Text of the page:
Global Justice and International Economic Law
Opportunities and Prospects
Edited by Chi Carmody
Edited by Frank J. Garcia
Edited by John Linarelli
Publisher: Cambridge University Press
Print Publication Year: 2012
Online Publication Date:February 2012
Chapter DOI: http://dx.doi.org/10.1017/CBO9781139003957.004
We live in a world with a broad range of institutions whose actions affect the distribution of benefits and burdens both between and within particular political communities. As cooperation and interdependence between communities increases, so there is a greater need for overbridging institutions that regulate and control international interaction. We can expect both increases in the powers of existing international institutions and the development of significant new international institutions. Examples include international governmental bodies such as the General Assembly and Security Council of the United Nations and the Council of Ministers and European Parliament of the European Union (EU); international judicial bodies such as the European Court of Justice and the Inter-American Court of Human Rights; international trade organizations such as the World Bank, International Monetary Fund, and the World Trade Organization; and nongovernmental organizations, such as Oxfam or the Red Cross. By what standards should the decisions and actions of such institutions be assessed?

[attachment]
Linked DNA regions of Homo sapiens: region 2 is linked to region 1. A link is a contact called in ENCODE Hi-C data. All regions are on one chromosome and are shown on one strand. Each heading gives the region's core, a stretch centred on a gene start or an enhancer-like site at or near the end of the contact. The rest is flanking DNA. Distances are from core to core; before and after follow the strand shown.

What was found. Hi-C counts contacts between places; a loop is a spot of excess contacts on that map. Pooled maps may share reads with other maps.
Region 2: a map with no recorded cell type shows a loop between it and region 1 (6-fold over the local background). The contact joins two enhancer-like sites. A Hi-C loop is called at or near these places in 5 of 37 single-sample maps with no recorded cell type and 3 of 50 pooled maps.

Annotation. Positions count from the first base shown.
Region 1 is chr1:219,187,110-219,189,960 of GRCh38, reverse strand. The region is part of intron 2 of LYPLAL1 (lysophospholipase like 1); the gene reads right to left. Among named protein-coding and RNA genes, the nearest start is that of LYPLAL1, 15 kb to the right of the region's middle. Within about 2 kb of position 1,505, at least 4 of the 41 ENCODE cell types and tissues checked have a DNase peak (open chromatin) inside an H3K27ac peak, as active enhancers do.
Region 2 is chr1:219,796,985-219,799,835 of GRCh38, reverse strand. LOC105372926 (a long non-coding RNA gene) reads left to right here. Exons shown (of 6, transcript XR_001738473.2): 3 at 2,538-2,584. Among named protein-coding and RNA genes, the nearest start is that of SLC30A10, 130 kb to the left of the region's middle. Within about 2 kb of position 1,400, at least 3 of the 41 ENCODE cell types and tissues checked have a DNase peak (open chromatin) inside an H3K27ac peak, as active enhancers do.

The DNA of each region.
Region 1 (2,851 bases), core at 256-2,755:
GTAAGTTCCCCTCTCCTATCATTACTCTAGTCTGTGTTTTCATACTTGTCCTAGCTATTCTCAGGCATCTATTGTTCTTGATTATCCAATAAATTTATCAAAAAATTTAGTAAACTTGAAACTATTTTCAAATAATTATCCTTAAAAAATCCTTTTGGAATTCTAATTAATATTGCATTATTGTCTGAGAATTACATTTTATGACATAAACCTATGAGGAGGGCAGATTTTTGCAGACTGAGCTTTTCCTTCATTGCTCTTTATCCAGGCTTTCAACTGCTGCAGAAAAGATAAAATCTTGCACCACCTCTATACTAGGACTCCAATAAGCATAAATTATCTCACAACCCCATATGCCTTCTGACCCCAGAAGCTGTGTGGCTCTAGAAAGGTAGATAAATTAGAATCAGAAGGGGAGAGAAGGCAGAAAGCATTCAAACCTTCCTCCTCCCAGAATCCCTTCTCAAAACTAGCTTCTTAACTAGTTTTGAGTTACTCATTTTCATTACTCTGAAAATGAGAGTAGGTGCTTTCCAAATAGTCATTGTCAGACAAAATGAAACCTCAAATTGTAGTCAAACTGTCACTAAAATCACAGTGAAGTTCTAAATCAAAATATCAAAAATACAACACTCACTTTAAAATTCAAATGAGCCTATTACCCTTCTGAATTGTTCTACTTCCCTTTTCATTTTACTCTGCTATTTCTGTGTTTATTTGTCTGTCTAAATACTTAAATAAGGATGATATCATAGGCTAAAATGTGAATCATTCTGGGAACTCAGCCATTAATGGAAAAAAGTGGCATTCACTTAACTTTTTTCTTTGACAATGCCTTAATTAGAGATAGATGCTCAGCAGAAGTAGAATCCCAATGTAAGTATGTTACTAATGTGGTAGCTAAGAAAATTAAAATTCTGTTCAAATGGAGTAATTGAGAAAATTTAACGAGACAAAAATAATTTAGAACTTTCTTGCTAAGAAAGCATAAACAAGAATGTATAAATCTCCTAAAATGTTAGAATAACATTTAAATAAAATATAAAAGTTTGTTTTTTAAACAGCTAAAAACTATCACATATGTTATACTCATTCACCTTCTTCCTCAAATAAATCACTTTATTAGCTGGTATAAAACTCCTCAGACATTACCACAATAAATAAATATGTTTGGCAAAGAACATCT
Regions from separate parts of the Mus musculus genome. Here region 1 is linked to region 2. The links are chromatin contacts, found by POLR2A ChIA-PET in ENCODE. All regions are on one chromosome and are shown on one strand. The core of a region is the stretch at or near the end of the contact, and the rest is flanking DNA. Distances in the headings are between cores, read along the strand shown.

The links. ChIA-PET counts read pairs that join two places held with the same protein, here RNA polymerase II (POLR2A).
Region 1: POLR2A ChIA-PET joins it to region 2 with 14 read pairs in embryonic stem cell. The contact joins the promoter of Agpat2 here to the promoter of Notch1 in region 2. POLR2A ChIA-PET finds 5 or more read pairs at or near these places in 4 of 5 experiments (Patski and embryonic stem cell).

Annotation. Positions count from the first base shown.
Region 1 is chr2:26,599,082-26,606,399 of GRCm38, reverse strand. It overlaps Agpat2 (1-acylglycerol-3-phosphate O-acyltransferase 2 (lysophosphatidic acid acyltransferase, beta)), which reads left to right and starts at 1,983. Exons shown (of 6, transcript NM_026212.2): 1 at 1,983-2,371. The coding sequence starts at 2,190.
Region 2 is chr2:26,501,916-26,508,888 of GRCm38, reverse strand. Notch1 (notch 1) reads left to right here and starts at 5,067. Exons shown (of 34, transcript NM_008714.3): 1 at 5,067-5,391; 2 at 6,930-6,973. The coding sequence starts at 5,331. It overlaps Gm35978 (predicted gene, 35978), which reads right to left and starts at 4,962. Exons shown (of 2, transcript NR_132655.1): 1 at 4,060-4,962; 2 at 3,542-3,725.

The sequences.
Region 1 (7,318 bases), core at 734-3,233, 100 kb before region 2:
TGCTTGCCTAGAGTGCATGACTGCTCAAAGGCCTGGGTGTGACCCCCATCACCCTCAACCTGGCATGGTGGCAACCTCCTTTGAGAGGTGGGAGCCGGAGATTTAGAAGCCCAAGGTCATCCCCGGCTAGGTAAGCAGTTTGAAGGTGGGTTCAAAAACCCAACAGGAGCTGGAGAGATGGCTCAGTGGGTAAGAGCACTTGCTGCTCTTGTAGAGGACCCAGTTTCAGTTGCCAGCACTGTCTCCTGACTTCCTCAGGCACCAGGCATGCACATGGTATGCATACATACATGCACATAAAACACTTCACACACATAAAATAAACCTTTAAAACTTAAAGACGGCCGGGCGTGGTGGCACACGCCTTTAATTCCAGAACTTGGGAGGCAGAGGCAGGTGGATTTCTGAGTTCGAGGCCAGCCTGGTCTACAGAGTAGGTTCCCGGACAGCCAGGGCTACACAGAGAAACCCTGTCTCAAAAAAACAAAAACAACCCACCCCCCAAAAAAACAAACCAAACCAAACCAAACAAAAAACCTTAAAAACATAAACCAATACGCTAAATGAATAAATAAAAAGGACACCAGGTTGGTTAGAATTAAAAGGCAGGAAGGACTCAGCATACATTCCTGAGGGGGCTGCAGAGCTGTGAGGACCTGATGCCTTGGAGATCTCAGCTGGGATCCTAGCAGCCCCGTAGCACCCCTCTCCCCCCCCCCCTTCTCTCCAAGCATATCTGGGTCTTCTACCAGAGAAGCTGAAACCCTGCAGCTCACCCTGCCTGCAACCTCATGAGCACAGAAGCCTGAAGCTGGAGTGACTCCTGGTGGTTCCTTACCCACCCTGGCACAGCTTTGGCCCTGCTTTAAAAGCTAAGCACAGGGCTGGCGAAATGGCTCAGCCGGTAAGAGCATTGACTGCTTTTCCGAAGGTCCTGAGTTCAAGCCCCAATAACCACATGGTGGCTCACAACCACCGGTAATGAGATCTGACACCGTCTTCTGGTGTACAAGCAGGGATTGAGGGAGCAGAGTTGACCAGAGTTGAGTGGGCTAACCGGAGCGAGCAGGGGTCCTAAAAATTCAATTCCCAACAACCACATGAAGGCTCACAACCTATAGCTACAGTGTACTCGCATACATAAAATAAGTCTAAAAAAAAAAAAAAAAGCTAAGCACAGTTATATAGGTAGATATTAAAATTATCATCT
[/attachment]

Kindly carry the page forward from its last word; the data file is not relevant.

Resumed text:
This chapter argues that international institutions should be guided by a cosmopolitan principle of global equality of opportunity (GEO), which holds that individuals should have access to opportunity sets of equivalent value regardless of their nationality. The central idea is that international justice requires international institutions to go further than the degree of intervention required by “sufficientarians,” who accept only that we possess duties to raise those in other countries to some minimal level of well-being. The chapter defends a more demanding principle of global equality that seeks to remove egregious international inequalities of opportunity even when they apply to persons above the minimal sufficientarian threshold of well-being. This is a contentious claim. Global egalitarianism is controversial even on an abstract level – many deny that there is any sense in which justice requires an international redistribution of resources in keeping with the principle of equality. Things get even more difficult when we come to real-world policy claims: Here the advocate of GEO must confront skepticism as to the principle's practicality, both in terms of the desirability and the possibility of its implementation, and doubts as to the legitimacy of institutional intervention in its favor. This chapter does not respond to all such objections in detail, but it does sketch a version of GEO in which it could plausibly be said that it should – in an all-things-considered sense – be promoted by existing international institutions.